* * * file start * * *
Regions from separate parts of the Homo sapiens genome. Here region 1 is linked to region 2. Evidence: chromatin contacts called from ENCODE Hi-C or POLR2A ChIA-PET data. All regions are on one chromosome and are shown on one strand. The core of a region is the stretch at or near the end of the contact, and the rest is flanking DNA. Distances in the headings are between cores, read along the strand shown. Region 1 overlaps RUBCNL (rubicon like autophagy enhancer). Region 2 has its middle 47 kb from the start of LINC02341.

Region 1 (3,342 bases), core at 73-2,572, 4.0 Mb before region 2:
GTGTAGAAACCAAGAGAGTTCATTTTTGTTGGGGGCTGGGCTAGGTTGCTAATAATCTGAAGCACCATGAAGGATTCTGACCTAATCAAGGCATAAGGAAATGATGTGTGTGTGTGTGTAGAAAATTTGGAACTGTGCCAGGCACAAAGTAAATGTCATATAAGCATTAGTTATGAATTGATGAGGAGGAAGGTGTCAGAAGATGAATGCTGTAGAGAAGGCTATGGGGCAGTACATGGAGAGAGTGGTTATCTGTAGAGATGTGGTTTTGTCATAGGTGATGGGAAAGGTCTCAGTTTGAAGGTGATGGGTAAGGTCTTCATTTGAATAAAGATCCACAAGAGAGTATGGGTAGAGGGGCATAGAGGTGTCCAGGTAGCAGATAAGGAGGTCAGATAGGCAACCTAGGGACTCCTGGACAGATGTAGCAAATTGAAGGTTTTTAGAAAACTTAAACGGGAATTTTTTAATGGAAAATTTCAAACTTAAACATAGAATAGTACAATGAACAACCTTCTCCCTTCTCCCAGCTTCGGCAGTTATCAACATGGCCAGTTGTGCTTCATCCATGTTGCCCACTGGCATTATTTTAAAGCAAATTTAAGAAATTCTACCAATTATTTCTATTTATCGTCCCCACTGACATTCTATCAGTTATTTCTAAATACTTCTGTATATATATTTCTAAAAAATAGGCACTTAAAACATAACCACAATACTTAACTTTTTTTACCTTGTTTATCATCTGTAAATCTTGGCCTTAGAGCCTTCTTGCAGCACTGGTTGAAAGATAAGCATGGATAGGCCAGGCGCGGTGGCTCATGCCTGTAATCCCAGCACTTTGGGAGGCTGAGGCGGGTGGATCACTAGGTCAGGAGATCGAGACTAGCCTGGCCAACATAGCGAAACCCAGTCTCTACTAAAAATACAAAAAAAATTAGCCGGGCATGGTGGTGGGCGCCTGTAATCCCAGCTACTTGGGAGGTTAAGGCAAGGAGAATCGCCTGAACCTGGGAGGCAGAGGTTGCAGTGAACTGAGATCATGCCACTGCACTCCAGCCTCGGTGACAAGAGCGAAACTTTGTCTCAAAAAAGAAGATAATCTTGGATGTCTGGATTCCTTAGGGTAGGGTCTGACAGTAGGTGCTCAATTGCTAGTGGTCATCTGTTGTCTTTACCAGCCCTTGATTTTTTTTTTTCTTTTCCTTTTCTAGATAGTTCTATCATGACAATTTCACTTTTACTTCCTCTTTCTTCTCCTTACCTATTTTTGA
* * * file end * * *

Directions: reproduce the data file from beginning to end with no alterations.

Regions from separate parts of the Homo sapiens genome. Here region 1 is linked to region 2. Evidence: chromatin contacts called from ENCODE Hi-C or POLR2A ChIA-PET data. All regions are on one chromosome and are shown on one strand. The core of a region is the stretch at or near the end of the contact, and the rest is flanking DNA. Distances in the headings are between cores, read along the strand shown. Region 1 overlaps RUBCNL (rubicon like autophagy enhancer). Region 2 has its middle 47 kb from the start of LINC02341.

Region 1 (3,342 bases), core at 73-2,572, 4.0 Mb before region 2:
GTGTAGAAACCAAGAGAGTTCATTTTTGTTGGGGGCTGGGCTAGGTTGCTAATAATCTGAAGCACCATGAAGGATTCTGACCTAATCAAGGCATAAGGAAATGATGTGTGTGTGTGTGTAGAAAATTTGGAACTGTGCCAGGCACAAAGTAAATGTCATATAAGCATTAGTTATGAATTGATGAGGAGGAAGGTGTCAGAAGATGAATGCTGTAGAGAAGGCTATGGGGCAGTACATGGAGAGAGTGGTTATCTGTAGAGATGTGGTTTTGTCATAGGTGATGGGAAAGGTCTCAGTTTGAAGGTGATGGGTAAGGTCTTCATTTGAATAAAGATCCACAAGAGAGTATGGGTAGAGGGGCATAGAGGTGTCCAGGTAGCAGATAAGGAGGTCAGATAGGCAACCTAGGGACTCCTGGACAGATGTAGCAAATTGAAGGTTTTTAGAAAACTTAAACGGGAATTTTTTAATGGAAAATTTCAAACTTAAACATAGAATAGTACAATGAACAACCTTCTCCCTTCTCCCAGCTTCGGCAGTTATCAACATGGCCAGTTGTGCTTCATCCATGTTGCCCACTGGCATTATTTTAAAGCAAATTTAAGAAATTCTACCAATTATTTCTATTTATCGTCCCCACTGACATTCTATCAGTTATTTCTAAATACTTCTGTATATATATTTCTAAAAAATAGGCACTTAAAACATAACCACAATACTTAACTTTTTTTACCTTGTTTATCATCTGTAAATCTTGGCCTTAGAGCCTTCTTGCAGCACTGGTTGAAAGATAAGCATGGATAGGCCAGGCGCGGTGGCTCATGCCTGTAATCCCAGCACTTTGGGAGGCTGAGGCGGGTGGATCACTAGGTCAGGAGATCGAGACTAGCCTGGCCAACATAGCGAAACCCAGTCTCTACTAAAAATACAAAAAAAATTAGCCGGGCATGGTGGTGGGCGCCTGTAATCCCAGCTACTTGGGAGGTTAAGGCAAGGAGAATCGCCTGAACCTGGGAGGCAGAGGTTGCAGTGAACTGAGATCATGCCACTGCACTCCAGCCTCGGTGACAAGAGCGAAACTTTGTCTCAAAAAAGAAGATAATCTTGGATGTCTGGATTCCTTAGGGTAGGGTCTGACAGTAGGTGCTCAATTGCTAGTGGTCATCTGTTGTCTTTACCAGCCCTTGATTTTTTTTTTTCTTTTCCTTTTCTAGATAGTTCTATCATGACAATTTCACTTTTACTTCCTCTTTCTTCTCCTTACCTATTTTTGA